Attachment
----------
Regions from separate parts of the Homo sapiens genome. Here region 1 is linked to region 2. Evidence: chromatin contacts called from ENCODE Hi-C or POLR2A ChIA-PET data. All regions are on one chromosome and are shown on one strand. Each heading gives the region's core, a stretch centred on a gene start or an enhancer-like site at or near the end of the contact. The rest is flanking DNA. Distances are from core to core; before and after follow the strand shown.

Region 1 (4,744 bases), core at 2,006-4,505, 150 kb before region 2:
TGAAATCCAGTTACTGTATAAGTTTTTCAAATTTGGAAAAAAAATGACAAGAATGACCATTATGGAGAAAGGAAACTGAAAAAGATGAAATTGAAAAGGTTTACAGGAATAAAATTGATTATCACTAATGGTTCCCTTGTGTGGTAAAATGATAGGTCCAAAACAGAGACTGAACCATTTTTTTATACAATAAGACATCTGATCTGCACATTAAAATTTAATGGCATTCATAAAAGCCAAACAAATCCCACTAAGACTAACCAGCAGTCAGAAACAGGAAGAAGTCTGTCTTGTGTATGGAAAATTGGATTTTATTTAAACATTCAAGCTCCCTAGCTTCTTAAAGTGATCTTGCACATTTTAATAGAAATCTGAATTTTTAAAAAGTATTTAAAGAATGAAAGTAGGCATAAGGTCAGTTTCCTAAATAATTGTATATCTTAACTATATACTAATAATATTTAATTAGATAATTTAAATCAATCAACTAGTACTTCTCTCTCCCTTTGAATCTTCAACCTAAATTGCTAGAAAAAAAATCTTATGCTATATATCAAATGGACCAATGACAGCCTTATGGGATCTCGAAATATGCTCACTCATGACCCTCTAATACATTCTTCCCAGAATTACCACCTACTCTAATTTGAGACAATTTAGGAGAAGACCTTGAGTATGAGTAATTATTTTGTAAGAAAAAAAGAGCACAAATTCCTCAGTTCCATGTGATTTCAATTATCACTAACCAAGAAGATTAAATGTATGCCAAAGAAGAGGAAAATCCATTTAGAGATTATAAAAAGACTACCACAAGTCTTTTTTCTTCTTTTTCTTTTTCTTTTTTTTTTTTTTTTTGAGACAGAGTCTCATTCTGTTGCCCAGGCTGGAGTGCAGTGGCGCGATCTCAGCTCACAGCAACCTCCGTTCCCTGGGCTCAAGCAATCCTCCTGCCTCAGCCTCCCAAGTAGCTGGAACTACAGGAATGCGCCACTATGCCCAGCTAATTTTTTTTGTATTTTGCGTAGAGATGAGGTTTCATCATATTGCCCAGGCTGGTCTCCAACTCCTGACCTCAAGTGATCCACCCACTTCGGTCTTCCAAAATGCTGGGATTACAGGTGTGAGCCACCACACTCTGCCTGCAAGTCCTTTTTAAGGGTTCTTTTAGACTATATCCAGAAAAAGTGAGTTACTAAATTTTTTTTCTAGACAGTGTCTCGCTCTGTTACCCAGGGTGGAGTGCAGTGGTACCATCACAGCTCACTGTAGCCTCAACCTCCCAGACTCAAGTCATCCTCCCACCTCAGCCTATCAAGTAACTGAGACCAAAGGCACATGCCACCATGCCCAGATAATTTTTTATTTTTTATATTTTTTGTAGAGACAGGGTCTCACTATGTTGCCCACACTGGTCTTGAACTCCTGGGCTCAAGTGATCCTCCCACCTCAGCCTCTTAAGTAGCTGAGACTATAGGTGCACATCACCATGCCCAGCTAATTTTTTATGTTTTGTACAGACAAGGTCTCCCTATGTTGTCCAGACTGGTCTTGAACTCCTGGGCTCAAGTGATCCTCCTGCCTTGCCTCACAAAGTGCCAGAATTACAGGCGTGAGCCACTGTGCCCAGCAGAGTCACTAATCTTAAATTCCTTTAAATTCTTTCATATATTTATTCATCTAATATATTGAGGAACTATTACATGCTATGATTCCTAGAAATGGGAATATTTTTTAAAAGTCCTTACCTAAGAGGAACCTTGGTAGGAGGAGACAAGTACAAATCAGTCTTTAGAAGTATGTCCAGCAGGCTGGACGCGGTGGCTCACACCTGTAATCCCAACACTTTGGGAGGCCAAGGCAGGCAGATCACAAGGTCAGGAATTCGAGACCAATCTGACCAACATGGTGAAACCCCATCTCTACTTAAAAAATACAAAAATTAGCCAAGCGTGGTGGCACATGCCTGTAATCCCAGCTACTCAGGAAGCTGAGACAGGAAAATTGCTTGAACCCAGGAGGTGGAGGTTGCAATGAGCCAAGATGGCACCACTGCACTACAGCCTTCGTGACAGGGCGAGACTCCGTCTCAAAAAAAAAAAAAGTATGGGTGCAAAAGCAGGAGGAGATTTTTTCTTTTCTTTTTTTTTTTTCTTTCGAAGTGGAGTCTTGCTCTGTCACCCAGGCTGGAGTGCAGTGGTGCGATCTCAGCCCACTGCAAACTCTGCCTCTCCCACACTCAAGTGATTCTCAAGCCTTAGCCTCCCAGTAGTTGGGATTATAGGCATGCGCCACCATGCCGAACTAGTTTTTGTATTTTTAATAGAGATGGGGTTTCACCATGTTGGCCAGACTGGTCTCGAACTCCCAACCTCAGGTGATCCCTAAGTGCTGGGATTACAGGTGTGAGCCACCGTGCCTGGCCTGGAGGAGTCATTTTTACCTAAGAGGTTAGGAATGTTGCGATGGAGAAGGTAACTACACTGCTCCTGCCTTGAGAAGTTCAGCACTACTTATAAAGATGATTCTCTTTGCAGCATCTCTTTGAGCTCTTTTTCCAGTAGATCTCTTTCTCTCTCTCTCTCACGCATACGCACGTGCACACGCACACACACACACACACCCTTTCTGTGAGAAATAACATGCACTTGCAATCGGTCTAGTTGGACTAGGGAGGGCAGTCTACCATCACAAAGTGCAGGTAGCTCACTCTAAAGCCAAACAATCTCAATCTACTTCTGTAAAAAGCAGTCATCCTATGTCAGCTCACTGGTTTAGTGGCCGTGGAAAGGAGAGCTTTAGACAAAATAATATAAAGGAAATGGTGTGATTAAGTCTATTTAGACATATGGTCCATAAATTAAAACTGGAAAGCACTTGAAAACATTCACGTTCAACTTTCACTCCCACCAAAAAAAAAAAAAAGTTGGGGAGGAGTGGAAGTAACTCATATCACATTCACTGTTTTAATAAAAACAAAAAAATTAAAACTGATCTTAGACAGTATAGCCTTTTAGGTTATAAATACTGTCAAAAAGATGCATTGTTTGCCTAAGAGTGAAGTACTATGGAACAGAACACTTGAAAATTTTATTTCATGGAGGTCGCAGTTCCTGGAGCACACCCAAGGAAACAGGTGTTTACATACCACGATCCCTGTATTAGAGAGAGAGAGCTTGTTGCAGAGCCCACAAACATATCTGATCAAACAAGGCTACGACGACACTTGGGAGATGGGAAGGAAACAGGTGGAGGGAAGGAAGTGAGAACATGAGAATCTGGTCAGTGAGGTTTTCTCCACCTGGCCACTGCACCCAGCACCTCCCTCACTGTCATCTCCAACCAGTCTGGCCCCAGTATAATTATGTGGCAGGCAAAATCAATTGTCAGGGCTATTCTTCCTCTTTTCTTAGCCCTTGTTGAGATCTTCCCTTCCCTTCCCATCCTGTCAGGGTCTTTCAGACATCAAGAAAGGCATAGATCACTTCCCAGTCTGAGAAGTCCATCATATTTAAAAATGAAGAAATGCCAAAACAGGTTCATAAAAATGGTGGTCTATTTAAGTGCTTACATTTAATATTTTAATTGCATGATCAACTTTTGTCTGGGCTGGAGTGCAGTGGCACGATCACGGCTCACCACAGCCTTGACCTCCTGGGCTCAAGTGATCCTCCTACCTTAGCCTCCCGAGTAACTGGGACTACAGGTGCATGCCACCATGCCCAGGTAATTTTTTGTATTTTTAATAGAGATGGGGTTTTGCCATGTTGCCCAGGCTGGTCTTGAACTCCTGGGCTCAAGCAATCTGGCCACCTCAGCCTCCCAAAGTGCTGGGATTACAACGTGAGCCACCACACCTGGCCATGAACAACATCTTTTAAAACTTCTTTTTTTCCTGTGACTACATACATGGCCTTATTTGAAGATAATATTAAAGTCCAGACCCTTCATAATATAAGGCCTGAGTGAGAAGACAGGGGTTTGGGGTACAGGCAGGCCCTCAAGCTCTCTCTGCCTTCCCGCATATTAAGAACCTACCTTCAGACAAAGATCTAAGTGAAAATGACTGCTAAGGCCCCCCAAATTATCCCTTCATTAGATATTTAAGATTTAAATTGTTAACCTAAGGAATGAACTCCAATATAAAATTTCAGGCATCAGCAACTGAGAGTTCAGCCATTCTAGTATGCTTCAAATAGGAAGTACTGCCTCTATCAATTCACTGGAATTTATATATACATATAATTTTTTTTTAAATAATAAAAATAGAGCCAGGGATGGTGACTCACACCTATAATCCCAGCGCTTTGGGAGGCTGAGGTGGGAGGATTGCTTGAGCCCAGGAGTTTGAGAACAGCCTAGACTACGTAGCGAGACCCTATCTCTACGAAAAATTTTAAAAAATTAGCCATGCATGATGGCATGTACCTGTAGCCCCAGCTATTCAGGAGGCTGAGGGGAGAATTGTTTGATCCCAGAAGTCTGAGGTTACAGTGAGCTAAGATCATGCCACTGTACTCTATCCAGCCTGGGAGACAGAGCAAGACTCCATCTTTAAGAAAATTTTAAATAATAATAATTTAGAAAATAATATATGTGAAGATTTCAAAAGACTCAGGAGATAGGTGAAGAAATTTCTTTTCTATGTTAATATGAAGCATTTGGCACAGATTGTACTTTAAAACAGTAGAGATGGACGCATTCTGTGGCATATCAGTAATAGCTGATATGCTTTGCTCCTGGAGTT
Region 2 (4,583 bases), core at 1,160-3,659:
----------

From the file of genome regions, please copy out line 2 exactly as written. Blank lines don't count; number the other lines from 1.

Region 1 (4,744 bases), core at 2,006-4,505, 150 kb before region 2: